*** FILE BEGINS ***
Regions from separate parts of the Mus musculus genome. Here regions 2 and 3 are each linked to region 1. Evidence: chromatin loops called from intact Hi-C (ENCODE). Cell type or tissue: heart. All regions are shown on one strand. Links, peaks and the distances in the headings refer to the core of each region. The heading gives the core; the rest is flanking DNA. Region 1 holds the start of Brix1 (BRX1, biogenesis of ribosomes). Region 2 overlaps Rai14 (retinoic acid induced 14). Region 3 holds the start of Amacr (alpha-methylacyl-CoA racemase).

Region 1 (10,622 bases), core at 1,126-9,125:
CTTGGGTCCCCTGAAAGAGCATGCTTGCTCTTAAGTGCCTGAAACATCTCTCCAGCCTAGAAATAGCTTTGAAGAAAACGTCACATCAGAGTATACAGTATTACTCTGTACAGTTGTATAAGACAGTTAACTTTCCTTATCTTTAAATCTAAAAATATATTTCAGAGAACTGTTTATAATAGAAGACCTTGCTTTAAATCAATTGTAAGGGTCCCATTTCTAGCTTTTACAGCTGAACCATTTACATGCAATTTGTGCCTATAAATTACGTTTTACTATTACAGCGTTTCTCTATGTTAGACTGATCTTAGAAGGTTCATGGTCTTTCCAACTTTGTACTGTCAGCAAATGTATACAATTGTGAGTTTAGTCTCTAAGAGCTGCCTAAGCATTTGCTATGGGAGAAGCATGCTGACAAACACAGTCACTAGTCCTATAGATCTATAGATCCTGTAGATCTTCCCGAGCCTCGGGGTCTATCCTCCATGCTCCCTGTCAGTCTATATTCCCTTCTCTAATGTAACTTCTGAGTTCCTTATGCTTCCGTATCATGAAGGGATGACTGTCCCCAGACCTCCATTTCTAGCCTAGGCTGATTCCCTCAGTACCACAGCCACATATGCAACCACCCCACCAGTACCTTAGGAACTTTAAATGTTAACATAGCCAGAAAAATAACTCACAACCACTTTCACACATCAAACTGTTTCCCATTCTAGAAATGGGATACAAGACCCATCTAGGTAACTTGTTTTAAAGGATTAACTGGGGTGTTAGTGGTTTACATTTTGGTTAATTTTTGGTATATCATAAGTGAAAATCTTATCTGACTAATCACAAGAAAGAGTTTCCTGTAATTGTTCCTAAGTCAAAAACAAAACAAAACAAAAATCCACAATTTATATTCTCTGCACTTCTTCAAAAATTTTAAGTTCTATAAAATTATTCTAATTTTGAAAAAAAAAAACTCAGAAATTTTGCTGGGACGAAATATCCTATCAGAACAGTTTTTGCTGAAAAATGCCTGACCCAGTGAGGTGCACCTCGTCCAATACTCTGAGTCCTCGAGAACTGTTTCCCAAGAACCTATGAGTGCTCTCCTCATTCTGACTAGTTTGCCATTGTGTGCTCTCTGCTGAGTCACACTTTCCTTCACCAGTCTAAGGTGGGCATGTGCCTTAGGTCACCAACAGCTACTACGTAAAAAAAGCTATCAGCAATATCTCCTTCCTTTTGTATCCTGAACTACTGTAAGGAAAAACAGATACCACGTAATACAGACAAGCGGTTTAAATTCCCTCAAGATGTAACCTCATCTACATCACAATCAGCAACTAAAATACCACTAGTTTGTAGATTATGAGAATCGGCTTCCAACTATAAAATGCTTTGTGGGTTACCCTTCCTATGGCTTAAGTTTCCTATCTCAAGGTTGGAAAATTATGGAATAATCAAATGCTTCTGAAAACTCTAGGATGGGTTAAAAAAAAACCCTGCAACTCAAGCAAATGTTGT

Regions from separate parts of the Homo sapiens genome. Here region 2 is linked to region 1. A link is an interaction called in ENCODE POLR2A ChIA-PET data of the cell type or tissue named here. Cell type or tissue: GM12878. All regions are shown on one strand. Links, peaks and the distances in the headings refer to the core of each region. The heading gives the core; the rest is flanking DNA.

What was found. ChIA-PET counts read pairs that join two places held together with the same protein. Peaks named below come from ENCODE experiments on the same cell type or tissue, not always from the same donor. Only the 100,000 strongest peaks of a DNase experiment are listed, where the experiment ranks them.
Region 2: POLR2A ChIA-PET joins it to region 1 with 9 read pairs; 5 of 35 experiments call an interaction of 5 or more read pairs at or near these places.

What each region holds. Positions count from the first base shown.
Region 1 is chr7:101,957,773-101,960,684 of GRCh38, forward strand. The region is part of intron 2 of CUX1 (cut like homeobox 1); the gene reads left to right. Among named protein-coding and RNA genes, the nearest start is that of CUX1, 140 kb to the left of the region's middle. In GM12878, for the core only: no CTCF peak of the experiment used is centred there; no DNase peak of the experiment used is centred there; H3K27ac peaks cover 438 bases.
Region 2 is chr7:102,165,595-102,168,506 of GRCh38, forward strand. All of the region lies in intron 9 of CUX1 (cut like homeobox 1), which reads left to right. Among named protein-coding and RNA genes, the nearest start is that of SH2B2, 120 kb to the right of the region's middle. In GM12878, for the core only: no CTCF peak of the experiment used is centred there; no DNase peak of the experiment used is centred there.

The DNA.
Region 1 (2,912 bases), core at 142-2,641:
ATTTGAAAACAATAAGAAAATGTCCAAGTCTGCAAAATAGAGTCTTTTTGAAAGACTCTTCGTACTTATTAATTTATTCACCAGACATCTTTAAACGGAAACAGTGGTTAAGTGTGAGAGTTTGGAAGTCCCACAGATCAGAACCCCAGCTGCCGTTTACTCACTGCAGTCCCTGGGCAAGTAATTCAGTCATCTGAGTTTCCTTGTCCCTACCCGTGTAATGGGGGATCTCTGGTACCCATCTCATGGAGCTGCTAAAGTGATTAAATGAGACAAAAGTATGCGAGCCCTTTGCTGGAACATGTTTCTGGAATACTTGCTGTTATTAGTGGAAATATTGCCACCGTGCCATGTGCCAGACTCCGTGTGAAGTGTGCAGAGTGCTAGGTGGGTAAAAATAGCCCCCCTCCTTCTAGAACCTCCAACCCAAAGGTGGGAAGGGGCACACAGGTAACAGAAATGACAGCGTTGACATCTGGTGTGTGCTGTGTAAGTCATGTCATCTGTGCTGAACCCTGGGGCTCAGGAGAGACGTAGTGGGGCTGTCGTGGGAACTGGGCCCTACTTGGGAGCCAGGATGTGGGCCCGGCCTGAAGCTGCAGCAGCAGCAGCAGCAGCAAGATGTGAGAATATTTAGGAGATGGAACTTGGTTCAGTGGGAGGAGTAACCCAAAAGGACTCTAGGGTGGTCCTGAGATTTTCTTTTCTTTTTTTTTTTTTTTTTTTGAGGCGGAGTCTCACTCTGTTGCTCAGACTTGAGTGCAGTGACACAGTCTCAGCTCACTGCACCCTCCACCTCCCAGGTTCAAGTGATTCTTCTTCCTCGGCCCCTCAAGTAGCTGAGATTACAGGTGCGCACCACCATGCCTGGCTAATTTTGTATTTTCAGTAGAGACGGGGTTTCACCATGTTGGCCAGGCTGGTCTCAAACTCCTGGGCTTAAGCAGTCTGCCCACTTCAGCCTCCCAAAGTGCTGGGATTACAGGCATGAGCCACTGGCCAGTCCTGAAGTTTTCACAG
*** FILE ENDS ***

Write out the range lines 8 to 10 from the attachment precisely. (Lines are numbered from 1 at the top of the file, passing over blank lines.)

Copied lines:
Region 1 is chr7:101,957,773-101,960,684 of GRCh38, forward strand. The region is part of intron 2 of CUX1 (cut like homeobox 1); the gene reads left to right. Among named protein-coding and RNA genes, the nearest start is that of CUX1, 140 kb to the left of the region's middle. In GM12878, for the core only: no CTCF peak of the experiment used is centred there; no DNase peak of the experiment used is centred there; H3K27ac peaks cover 438 bases.
Region 2 is chr7:102,165,595-102,168,506 of GRCh38, forward strand. All of the region lies in intron 9 of CUX1 (cut like homeobox 1), which reads left to right. Among named protein-coding and RNA genes, the nearest start is that of SH2B2, 120 kb to the right of the region's middle. In GM12878, for the core only: no CTCF peak of the experiment used is centred there; no DNase peak of the experiment used is centred there.

The DNA.